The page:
Christian Kazakoff, brewer at Iron Springs Pub and Brewery in Fairfax, Calif., says the changing landscape of craft brewery ownership has made it harder for breweries like his to get their beer into retail spaces.
"We really have to hustle now," Kazakoff says. He says some small breweries have resorted to serving their beer strictly at their own brewpubs because competition on the retail market has become so stacked against companies without strong market leverage.
To Tom McCormick, executive director of the California Craft Brewers Association, a trade group that represents more than 500 of California's 800-plus craft breweries, it's obvious that small craft breweries are taking a hit as Big Beer knocks them off shelves.
"Craft breweries used to have to compete among themselves," McCormick says. "Now, big breweries are taking this if-you-can't-beat-them-buy-them approach, and all of a sudden, retailers are carrying 10 Barrel, Elysian, Goose Island and all the other brands now owned by AB InBev, when there are plenty of other good brands made by small local breweries."
From the consumer's perspective, all of this may not matter. For instance, even in the wake of Heineken's total buyout of Lagunitas, McCormick suspects the quality of the beer produced by Lagunitas' breweries (one in Chicago, one in Petaluma, Calif.) will remain the same, because — according to the brand's founder, Tony Magee — the beer will continue to be made by the same staff on the same equipment.
"With Lagunitas, I don't think the new ownership is going to change anything," McCormick says. We should note that Lagunitas is an NPR sponsor.
But he is less confident that the quality of other former craft brands will be sustained under new management.
"In the case of Anheuser-Busch, they're now brewing some of those brands they've bought in their own facilities, and I think that will change how the beer tastes," he says. "With Ballast Point, some of those recipes, because they have so many hops, are going to be very difficult to produce at the larger scales they've projected."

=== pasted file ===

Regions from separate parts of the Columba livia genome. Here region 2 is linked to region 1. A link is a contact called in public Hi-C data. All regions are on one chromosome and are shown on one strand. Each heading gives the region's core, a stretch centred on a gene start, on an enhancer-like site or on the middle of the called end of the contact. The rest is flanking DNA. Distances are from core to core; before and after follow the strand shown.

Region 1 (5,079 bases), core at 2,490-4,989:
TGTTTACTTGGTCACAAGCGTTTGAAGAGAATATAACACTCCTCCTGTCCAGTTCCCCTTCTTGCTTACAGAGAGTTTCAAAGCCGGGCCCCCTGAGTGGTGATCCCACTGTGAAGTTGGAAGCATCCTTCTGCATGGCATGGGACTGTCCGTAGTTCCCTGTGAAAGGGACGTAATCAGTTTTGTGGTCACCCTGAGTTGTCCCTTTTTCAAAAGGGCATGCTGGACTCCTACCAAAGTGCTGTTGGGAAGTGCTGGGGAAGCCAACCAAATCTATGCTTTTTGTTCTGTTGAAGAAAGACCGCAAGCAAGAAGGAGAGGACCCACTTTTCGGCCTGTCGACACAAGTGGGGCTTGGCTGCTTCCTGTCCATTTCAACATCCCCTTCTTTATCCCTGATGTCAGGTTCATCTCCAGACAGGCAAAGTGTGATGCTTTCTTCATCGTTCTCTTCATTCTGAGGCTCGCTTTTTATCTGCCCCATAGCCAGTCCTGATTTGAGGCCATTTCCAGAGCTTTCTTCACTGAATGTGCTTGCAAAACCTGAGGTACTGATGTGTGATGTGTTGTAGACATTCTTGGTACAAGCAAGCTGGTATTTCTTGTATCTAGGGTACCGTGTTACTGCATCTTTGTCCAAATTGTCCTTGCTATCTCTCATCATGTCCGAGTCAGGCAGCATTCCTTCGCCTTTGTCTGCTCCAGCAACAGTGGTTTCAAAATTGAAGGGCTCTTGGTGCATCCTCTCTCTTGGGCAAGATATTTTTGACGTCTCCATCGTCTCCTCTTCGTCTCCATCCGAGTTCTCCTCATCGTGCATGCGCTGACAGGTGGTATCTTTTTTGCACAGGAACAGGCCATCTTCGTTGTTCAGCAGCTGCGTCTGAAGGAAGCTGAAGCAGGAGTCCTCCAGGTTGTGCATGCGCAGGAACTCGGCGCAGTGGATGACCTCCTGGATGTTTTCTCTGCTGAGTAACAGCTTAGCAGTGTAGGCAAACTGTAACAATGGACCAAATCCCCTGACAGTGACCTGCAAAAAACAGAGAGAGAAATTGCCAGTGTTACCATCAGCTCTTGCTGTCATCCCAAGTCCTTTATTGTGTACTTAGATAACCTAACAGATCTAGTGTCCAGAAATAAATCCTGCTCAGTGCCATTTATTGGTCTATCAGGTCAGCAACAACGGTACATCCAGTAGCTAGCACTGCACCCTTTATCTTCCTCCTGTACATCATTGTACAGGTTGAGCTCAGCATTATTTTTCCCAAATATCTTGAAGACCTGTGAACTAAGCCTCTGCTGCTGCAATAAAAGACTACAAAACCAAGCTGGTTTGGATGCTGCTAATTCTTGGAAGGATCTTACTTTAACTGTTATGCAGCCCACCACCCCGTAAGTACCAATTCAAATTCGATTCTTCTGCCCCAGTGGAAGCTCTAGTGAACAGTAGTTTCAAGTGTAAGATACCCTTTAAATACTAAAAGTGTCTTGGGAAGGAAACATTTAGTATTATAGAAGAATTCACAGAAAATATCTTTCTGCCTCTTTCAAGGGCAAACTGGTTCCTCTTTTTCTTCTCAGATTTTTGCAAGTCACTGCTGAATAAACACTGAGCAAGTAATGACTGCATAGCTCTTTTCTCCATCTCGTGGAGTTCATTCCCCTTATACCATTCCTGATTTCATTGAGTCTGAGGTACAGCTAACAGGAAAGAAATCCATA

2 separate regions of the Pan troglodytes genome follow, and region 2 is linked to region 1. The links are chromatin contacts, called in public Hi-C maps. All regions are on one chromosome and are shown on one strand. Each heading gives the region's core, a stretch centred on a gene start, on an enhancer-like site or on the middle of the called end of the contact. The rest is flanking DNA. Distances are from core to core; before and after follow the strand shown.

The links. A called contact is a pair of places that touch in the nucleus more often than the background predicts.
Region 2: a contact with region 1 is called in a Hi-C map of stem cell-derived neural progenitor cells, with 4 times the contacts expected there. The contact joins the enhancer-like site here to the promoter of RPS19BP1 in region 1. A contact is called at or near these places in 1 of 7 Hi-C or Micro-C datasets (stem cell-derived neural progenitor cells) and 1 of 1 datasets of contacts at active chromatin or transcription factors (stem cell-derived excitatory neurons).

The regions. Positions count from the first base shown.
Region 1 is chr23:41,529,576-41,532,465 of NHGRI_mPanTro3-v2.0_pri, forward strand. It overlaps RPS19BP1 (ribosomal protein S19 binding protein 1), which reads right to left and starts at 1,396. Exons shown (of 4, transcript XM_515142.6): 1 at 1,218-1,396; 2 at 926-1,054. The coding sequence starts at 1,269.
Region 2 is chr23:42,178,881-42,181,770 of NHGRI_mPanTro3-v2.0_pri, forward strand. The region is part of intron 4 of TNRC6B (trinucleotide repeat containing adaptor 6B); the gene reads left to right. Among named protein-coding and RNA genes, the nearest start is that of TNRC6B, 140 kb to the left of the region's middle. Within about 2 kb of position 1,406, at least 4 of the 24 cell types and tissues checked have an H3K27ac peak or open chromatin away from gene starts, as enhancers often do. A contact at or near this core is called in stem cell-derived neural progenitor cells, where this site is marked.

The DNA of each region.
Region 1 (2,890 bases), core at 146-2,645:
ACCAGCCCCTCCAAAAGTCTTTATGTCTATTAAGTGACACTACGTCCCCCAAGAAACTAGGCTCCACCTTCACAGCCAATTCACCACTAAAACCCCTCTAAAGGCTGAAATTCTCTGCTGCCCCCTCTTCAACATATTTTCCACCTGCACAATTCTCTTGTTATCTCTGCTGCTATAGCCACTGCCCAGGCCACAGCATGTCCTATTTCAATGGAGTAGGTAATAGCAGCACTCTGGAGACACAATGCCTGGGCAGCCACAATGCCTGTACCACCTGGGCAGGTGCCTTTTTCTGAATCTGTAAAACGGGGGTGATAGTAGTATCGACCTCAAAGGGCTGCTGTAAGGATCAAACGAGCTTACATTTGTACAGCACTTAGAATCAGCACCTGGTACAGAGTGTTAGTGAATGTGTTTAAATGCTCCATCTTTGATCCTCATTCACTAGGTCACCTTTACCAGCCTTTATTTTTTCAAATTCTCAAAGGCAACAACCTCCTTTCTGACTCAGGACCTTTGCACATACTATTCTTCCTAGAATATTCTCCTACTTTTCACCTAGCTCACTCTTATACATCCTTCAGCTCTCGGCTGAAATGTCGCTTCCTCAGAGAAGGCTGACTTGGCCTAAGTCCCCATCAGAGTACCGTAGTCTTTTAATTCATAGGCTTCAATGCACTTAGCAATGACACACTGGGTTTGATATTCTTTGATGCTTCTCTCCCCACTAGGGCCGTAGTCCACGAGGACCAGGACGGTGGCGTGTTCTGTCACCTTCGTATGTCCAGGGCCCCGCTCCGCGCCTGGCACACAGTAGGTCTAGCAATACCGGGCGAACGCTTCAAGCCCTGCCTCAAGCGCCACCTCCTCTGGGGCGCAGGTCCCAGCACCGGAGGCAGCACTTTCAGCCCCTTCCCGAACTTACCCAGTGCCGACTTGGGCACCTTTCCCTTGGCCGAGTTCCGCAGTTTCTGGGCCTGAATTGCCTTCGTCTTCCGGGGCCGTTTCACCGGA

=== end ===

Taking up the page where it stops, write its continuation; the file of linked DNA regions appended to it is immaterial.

Szpigel, at Anheuser-Busch, promises that the company's quality-assurance processes will keep the flavor and consistency the same in acquired brands now being brewed on AB InBev equipment, like Elysian and Goose Island.
Representatives from Constellation Brands said they were unavailable to comment.
The Brewers Association recently introduced this "independent craft brewer seal." The image and logo will only be issued to beer brands that meet the Brewers Association's definition of the term "craft." Courtesy of Brewers Association hide caption
The Brewers Association recently introduced this "independent craft brewer seal." The image and logo will only be issued to beer brands that meet the Brewers Association's definition of the term "craft."
Courtesy of Brewers Association
Convinced that consumers will support small breweries if they are able to identify them, the Brewers Association recently introduced a so-called "independent craft brewer seal." Pease says the image and logo will only be issued to beer brands that meet the Brewers Association's definition of the term "craft." The Brewers Association requires, among other things, that a craft brewery be small — producing less than 6 million barrels per year — and independently owned.
Will such a seal affect how beer drinkers make choices in the beer aisle? Probably to some degree, at least. A recent consumer survey from the Nielsen marketing research group indicates roughly a third of craft beer buyers prefer beer that is not mass-produced.
McCormick says the craft brewers seal "will allow people to identify craft brands" and, probably, significantly influence what they buy.
"All other things being equal, if you have two brands next to each other, one independently or family owned, and the other owned by Big Alcohol, I think most people would choose the small, independently owned brand — no doubt about it," McCormick says.
Then again, Kazakoff already knows very well that Ballast Point is owned by Constellation Brands.